A great political struggle currently abounds to bring about change and put merit selection in place. “The same money engulfing the electoral process is very likely to defeat any proposed amendments to state constitutions in favor of merit selection.” Judges who believe in the rule of law need to be on the front lines of this struggle working to remove the influence of money from the judiciary. “Until that happens, the rule of law will continue to be ravaged by partisan election cycles that degrade the judiciary’s fairness, impartiality, and independence.”
Election season brings campaign mishaps, and judicial elections are no exception. Recently, three judges, two from Ohio and one from Texas, have been accused of violating campaign laws.
Ohio Common Pleas Court candidate, Judge Kathryn Michael, was fined for accepting an improper campaign donation from her ex-husband and for improper wording on her campaign material. The Ohio Supreme Court’s Board of Commissioners on Grievances and Discipline conducted a
hearing and concluded “by clear and convincing evidence” that the judge had violated the Ohio Code of Judicial Conduct. Michael had previously repaid the $25,000 contribution from her ex-husband and corrected her misleading campaign materials. As part of the Board’s ruling, she was required to pay $2,500 in attorney fees and court costs associated with the disciplinary complaint.
Also in Ohio, the validity of statements made in state Supreme Court candidate and former judge William M. O’Neill’s campaign materials was called into question. Originally, a five-judge panel determined that Mr. O’Neill misrepresented himself as a current judge in his campaign materials. However, that decision was overturned by a new panel that was created by the Ohio Supreme Court in order to keep itself out of campaign conflicts arising out of races for the Supreme Court bench. The panel determined that, while misleading, the claims in Mr. O’Neill’s campaign materials were not false under the Judicial Code of Conduct.
In Texas, 71st District Judge William Hughey has filed three complaints against his opponent, Brad Morin, alleging ethical violations. Judge Hughey’s first complaint was filed last week, and another two complaints were filed on Tuesday. Hughey claims that Morin has accepted thousands of dollars in illegal campaign contributions.: “As a candidate for district judge, Mr. Morin has failed to follow the law and has run his campaign in an unethical and illegal way.” Mr. Morin said that he contacted the Texas Ethics Committee to obtain the complaint, but he was told that no copy of a new complaint was available. Mr. Morin responded, “I’m trying to figure out how to reply to something that I haven’t seen.”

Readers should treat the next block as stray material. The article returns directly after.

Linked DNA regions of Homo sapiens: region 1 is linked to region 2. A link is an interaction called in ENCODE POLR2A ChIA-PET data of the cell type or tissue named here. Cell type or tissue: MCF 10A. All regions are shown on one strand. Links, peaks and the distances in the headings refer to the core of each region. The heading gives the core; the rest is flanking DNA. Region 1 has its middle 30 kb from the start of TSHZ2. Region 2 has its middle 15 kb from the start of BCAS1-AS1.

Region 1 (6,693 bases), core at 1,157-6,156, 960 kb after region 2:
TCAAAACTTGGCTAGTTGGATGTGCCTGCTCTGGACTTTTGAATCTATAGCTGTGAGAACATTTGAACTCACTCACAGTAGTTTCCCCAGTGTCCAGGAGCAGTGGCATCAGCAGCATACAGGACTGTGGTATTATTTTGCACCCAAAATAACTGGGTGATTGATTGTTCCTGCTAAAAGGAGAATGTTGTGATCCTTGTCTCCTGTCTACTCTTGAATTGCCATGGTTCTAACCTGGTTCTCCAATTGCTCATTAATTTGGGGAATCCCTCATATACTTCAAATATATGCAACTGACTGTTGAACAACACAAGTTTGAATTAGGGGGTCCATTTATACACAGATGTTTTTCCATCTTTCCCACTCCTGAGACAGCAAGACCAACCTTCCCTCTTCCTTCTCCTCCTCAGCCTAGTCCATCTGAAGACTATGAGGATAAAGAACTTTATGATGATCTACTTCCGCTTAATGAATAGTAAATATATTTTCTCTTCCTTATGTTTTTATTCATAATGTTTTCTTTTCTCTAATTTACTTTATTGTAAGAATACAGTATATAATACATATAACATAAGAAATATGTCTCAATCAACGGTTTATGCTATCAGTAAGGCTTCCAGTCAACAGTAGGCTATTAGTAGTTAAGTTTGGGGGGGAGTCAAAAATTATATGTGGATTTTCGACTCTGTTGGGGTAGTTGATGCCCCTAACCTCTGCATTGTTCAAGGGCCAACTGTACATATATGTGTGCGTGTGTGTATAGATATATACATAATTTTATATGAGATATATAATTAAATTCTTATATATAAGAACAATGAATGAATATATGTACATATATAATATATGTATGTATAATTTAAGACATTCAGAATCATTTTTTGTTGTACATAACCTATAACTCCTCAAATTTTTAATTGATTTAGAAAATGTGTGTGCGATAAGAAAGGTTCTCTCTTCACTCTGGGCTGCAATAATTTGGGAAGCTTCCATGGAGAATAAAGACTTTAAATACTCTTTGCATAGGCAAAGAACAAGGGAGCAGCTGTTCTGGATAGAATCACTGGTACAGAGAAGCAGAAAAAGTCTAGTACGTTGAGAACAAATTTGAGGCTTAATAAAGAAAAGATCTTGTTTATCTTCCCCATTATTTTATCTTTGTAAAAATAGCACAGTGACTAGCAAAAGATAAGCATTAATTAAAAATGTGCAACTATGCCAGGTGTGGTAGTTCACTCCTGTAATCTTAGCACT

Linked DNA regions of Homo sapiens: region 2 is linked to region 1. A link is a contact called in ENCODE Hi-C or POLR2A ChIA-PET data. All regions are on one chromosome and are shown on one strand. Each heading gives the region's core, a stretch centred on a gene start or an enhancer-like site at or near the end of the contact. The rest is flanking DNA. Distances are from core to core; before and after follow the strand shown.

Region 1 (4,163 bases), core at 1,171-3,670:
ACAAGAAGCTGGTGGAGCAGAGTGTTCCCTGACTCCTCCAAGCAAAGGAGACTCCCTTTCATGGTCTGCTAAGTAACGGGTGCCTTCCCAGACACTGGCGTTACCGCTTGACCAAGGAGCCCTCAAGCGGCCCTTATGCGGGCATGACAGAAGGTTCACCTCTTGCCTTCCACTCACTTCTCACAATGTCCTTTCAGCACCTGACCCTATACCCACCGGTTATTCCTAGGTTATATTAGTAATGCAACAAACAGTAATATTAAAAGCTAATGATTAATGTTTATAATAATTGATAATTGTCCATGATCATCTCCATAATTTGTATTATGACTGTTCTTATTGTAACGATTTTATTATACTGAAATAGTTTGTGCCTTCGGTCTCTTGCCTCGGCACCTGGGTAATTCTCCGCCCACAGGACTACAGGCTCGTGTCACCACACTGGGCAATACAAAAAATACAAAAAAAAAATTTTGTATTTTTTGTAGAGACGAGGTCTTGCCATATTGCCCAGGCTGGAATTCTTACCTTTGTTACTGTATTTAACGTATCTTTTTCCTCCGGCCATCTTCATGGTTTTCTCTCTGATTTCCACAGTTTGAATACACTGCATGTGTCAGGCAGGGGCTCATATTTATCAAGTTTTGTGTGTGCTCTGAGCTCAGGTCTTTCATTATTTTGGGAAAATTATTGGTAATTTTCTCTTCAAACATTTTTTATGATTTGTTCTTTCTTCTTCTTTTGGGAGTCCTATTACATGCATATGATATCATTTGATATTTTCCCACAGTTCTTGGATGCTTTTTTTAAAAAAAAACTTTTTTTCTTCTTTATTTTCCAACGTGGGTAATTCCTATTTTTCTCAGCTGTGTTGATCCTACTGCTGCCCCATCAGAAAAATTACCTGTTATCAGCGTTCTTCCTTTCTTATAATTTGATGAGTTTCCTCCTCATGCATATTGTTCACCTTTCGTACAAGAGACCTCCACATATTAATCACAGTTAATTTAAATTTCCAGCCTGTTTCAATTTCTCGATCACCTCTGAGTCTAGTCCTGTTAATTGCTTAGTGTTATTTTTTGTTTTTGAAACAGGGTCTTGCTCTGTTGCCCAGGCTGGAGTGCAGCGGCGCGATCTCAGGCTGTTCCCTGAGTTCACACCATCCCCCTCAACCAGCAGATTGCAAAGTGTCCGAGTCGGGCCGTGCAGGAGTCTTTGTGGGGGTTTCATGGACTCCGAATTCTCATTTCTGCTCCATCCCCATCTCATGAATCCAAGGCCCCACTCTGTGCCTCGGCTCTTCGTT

With scandals and distractions dominating the news about judicial elections, it’s nearly impossible for voters to get meaningful information to inform their votes. While some candidates are vindicated, others, unfortunately, are guilty. All allegations, whether true or unfounded, interrupt the normal campaign process and misdirect voter attention.
The problem isn’t confined to Texas or Ohio or any other state; the voters of Pennsylvania have to contend with these disruptions as well. However, Merit Selection offers an alternative. Merit Selection takes judges out of the fundraising game and saves them from having to mount political campaigns that have the potential to run afoul of ethical rules.
Tags: Brad Morin
, Judge Kathryn Michael
, Judge William Hughey
, judicial elections
, William M. O’Neill
According to the Texas Tribune, Texas Supreme Court elections are already becoming heated. Former district court judge, John Devine is running against eight-year incumbent Justice David Medina in a Republican runoff election.
John Devine has taken a grass roots approach to the election. Justice David Medina has the support of Republican elected officials, and he has traveled
the state introducing himself to voters.
Both candidates have had their fair share of controversies. In 2008, Justice Medina was indicted in an arson case causing $1 million in damages to his home. Charges against Justice Medina were dropped. “Afterward the Harris County grand jury’s foreman said the dismissal of the charges had been politically motivated.” In 1997, Devine was sanctioned by the Texas Commission on Judicial Conduct for “using court chambers to announce his run for Congress.” He has also struggled to keep the 10 Commandments in his courtroom and is an anti-abortion activist. “At a June rally in Fort Worth, Mr. Devine told the crowd he had been arrested 37 times while protesting abortion clinics. . . . His activism on behalf of anti-abortion causes raised concerns when it appeared likely that he would hear cases related to abortion laws.”
According to the Statesman, one recent controversy between the two involves Devine’s motivations for running against Justice Medina. Scott Link, a former district judge, and Frank Harmon, an attorney, claim that Devine targeted Medina because “‘he had a Mexican name’ and was therefore vulnerable in a GOP primary.” Devine claims these statements are untrue and dishonest. The Statesman reported that Devine thinks this is an attempt to distract the public from Justice Medina’s 2002 driving while intoxicated charges, “his trial ended in a hung jury — and a $35,000 Texas Ethics Commission fine for improperly spending campaign money on personal travel.”
The Republican primary runoff election is scheduled for July 31, 2012. As the date nears, how much more time and money will be spent pointing fingers? Is this how we should be choosing our judges?